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Darsanamala Introduction


Darsanamala Introduction


         Despite a number of our stalwarts having other plans, last night’s initial exploration of our new study consisted of a substantial and beaming group of dear friends. My optimistic leanings were proved to have been overly restrained. The class was spectacular! The good work we all have put in for many years to really grasp the purport of the teachings will serve us very well in rising to the challenge of this masterwork of spiritual psychology.

         This is probably the fourth time we at the Portland Gurukula have gone through Darsanamala, certainly the third, though only a couple of us in the present group have done it even once already. But the coherence of the teachings support each other very well, and we now have a very solid background, as well as an advanced level of trust and respect, that should make this a terrific excursion.

         I pointed out that this was likely the only Darsanamala study group on the planet; certainly the only one with the depth we intend to accord to it. In a sane world, a book like this would be read and admired in every town and village, but so far that has not been its fate. Our small group, expanded via internet to a fair number, is the only effort of its kind in the world, as far as we know. Considering the decades of deep contemplation given to the subject by the three gurus before us, we are being served a rich banquet indeed. The intent of this introductory class was to make us fully aware of the profundity of our endeavor. It is like standing on the doorstep of a great temple or monument, preparing to go inside and explore. In my mind it was the Ellora temple, carved from the top down out of a single mass of mountain, which sits in my psyche like a permanently ongoing psychedelic experience.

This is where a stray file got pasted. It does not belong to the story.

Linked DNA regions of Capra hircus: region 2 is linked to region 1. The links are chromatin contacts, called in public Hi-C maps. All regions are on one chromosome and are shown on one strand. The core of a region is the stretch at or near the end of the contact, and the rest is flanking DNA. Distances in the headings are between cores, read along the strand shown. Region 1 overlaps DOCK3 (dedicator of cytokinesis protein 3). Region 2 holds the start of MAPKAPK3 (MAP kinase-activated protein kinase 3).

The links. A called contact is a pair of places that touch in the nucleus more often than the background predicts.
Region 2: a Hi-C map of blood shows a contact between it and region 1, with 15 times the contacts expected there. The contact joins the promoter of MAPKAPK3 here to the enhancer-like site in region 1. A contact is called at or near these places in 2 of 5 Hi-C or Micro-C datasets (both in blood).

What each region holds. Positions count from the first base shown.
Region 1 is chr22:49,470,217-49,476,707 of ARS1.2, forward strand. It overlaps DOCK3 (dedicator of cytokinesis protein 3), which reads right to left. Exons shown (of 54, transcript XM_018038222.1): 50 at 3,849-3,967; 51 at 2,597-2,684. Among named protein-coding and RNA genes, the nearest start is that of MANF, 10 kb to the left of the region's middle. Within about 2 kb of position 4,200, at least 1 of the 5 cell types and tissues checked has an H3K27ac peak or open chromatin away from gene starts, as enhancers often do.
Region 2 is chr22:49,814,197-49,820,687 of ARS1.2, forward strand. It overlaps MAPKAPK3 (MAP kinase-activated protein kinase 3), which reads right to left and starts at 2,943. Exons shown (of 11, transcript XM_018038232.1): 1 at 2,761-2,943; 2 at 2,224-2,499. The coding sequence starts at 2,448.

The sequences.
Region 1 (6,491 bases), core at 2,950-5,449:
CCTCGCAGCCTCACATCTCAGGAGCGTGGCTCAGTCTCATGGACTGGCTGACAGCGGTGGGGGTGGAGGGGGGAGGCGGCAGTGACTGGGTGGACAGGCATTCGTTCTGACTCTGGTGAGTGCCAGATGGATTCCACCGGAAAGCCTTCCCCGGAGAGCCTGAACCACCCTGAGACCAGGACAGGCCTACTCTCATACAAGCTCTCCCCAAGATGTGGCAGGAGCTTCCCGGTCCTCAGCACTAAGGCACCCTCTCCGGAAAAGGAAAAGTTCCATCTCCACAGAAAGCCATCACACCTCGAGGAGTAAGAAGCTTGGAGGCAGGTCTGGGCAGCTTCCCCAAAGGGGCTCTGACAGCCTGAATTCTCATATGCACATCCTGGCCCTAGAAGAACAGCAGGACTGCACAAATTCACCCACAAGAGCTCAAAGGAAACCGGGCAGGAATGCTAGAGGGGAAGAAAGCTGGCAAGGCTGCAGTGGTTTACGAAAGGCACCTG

We read out highlights from the Introduction, rounded off by Don Berry’s appreciation of Nitya in the last two paragraphs of the Foreword. There is much that is helpful in both essays, so reading the whole is recommended, if you have the time.

         Deb started the class off by recollecting the mirror Nataraja Guru installed at the Somanahalli Gurukula. Though it was eventually broken by monkeys, it honored the radical installation of Narayana Guru, who sited a mirror in the place of the deity in the core of a temple, so when you made your way into the depths and looked there for God you saw your own face. Such sacrilege! Such genius! Shock waves reverberated from the act all over South India. Even now it is hard to imagine that God is truly within us, that we are all divine. Trying to get that message across keeps good gurus busy for endless lifetimes.

         Throughout the evening we touched on several of the main themes of the work. The uniting of materialist and spiritual attitudes is handled with great brilliance in the early going. The way concepts are developed and take hold of the psyche, and how to cope with them, is perhaps the most important strand. The universality of the ground of existence, here termed the Absolute, with its attendant ideals of tolerance, compassion, humility, and so on, will be explored in depth.

         Jay recalled working on a medical problem (a cure for muscular dystrophy) and how scientists suffer from the same kinds of limitations as religious people. He brought in the analogy of the blind men and the elephant, since each faction working on it was taking a different tack, and each faction defended its turf. If you believed that your way was right and all the rest wrong—an attitude pretty much ubiquitously required for gainful employment—you missed the elephant entirely. Yet if you could combine all the different pieces each group was privy to, you had a much better chance of getting a clear picture of the animal you were groping with.